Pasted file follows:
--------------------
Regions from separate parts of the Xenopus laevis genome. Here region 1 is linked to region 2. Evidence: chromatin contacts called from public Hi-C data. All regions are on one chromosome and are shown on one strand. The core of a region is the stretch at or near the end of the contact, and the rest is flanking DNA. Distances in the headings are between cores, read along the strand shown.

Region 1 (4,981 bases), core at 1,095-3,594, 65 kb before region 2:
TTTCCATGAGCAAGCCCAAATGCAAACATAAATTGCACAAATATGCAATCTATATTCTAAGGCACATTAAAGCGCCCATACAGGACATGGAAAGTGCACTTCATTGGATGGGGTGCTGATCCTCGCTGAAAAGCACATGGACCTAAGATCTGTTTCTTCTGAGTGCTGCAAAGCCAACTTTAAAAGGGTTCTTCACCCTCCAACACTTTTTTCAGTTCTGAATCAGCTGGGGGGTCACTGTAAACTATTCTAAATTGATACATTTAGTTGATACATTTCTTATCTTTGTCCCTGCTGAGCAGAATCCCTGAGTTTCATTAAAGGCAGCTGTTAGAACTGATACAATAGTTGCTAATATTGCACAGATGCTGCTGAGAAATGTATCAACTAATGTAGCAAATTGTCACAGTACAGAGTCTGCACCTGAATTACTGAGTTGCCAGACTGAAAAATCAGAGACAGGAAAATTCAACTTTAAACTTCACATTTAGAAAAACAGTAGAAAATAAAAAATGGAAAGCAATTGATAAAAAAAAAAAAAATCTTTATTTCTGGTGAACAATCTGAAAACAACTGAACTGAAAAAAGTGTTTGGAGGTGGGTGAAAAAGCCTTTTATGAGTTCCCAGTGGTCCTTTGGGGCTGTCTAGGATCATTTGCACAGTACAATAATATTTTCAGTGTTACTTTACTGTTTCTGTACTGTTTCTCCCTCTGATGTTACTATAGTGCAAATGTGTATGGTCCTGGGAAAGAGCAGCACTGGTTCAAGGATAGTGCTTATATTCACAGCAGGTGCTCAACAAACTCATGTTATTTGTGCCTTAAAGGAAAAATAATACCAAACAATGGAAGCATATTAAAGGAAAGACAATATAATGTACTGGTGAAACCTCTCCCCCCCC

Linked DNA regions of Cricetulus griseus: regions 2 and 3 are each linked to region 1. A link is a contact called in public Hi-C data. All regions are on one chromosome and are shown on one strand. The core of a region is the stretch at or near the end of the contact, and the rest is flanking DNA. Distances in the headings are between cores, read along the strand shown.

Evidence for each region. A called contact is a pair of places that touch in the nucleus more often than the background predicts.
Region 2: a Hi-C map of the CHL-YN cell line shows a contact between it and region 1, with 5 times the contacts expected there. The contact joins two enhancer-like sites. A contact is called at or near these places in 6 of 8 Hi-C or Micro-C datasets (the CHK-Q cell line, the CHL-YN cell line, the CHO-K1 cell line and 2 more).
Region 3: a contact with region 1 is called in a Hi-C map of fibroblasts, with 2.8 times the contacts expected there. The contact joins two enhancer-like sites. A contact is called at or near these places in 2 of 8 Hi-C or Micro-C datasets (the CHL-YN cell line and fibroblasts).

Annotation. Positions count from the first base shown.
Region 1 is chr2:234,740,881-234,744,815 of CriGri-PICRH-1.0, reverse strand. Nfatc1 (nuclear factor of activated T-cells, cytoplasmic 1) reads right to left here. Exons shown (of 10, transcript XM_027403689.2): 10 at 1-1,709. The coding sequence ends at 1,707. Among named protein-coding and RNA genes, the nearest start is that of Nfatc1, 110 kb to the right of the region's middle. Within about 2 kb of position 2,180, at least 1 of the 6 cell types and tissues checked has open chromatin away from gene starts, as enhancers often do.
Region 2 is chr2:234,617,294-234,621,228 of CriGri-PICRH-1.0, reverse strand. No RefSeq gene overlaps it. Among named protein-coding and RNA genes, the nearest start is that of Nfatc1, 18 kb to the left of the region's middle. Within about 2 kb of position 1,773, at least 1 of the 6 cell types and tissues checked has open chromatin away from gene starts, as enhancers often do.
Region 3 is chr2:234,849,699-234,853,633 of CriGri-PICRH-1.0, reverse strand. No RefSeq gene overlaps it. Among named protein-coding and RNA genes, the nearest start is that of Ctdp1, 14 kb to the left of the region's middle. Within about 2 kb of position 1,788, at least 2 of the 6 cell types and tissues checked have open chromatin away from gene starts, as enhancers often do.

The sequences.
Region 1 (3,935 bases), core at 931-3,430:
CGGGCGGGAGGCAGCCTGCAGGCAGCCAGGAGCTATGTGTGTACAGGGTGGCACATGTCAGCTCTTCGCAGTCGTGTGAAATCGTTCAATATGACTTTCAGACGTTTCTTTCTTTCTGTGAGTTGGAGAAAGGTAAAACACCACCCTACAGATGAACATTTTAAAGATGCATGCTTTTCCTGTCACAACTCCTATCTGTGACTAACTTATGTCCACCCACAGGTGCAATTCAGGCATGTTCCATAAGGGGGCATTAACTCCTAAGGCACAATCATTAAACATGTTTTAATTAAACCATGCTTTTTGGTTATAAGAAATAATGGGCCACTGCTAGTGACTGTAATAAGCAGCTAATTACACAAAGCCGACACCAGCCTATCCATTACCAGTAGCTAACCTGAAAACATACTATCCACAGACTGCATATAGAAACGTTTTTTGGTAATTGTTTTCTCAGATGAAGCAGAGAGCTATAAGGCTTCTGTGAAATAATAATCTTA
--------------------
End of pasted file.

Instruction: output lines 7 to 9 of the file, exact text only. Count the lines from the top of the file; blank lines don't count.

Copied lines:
Region 3: a contact with region 1 is called in a Hi-C map of fibroblasts, with 2.8 times the contacts expected there. The contact joins two enhancer-like sites. A contact is called at or near these places in 2 of 8 Hi-C or Micro-C datasets (the CHL-YN cell line and fibroblasts).

Annotation. Positions count from the first base shown.
Region 1 is chr2:234,740,881-234,744,815 of CriGri-PICRH-1.0, reverse strand. Nfatc1 (nuclear factor of activated T-cells, cytoplasmic 1) reads right to left here. Exons shown (of 10, transcript XM_027403689.2): 10 at 1-1,709. The coding sequence ends at 1,707. Among named protein-coding and RNA genes, the nearest start is that of Nfatc1, 110 kb to the right of the region's middle. Within about 2 kb of position 2,180, at least 1 of the 6 cell types and tissues checked has open chromatin away from gene starts, as enhancers often do.